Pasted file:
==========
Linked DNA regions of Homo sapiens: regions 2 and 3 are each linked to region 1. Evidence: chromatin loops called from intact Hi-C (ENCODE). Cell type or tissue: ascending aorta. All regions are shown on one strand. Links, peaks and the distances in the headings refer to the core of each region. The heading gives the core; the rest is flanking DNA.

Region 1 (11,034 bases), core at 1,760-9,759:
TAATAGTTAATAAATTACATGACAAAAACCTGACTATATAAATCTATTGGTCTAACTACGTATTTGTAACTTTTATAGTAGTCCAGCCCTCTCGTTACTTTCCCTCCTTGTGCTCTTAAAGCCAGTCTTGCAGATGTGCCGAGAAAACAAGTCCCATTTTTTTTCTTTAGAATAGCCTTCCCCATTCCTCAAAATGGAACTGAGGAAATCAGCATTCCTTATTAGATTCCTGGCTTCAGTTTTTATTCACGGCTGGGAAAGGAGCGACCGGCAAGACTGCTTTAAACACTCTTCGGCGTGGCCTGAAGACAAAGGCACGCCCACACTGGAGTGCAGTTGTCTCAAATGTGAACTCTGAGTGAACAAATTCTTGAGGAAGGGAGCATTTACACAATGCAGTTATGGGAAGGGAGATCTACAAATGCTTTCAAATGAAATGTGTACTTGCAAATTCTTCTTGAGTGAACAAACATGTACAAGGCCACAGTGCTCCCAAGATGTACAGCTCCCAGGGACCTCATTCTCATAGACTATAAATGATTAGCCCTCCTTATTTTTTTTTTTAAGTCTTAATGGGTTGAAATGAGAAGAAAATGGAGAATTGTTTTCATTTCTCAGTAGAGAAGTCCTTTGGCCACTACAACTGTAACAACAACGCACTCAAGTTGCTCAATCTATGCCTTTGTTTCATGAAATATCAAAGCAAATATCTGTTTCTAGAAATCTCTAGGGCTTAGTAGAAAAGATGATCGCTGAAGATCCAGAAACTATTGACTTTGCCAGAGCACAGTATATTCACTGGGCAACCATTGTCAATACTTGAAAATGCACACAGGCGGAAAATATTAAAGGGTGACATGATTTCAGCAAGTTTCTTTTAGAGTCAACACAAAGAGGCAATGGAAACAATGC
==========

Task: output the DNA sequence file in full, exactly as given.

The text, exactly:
Linked DNA regions of Homo sapiens: regions 2 and 3 are each linked to region 1. Evidence: chromatin loops called from intact Hi-C (ENCODE). Cell type or tissue: ascending aorta. All regions are shown on one strand. Links, peaks and the distances in the headings refer to the core of each region. The heading gives the core; the rest is flanking DNA.

Region 1 (11,034 bases), core at 1,760-9,759:
TAATAGTTAATAAATTACATGACAAAAACCTGACTATATAAATCTATTGGTCTAACTACGTATTTGTAACTTTTATAGTAGTCCAGCCCTCTCGTTACTTTCCCTCCTTGTGCTCTTAAAGCCAGTCTTGCAGATGTGCCGAGAAAACAAGTCCCATTTTTTTTCTTTAGAATAGCCTTCCCCATTCCTCAAAATGGAACTGAGGAAATCAGCATTCCTTATTAGATTCCTGGCTTCAGTTTTTATTCACGGCTGGGAAAGGAGCGACCGGCAAGACTGCTTTAAACACTCTTCGGCGTGGCCTGAAGACAAAGGCACGCCCACACTGGAGTGCAGTTGTCTCAAATGTGAACTCTGAGTGAACAAATTCTTGAGGAAGGGAGCATTTACACAATGCAGTTATGGGAAGGGAGATCTACAAATGCTTTCAAATGAAATGTGTACTTGCAAATTCTTCTTGAGTGAACAAACATGTACAAGGCCACAGTGCTCCCAAGATGTACAGCTCCCAGGGACCTCATTCTCATAGACTATAAATGATTAGCCCTCCTTATTTTTTTTTTTAAGTCTTAATGGGTTGAAATGAGAAGAAAATGGAGAATTGTTTTCATTTCTCAGTAGAGAAGTCCTTTGGCCACTACAACTGTAACAACAACGCACTCAAGTTGCTCAATCTATGCCTTTGTTTCATGAAATATCAAAGCAAATATCTGTTTCTAGAAATCTCTAGGGCTTAGTAGAAAAGATGATCGCTGAAGATCCAGAAACTATTGACTTTGCCAGAGCACAGTATATTCACTGGGCAACCATTGTCAATACTTGAAAATGCACACAGGCGGAAAATATTAAAGGGTGACATGATTTCAGCAAGTTTCTTTTAGAGTCAACACAAAGAGGCAATGGAAACAATGC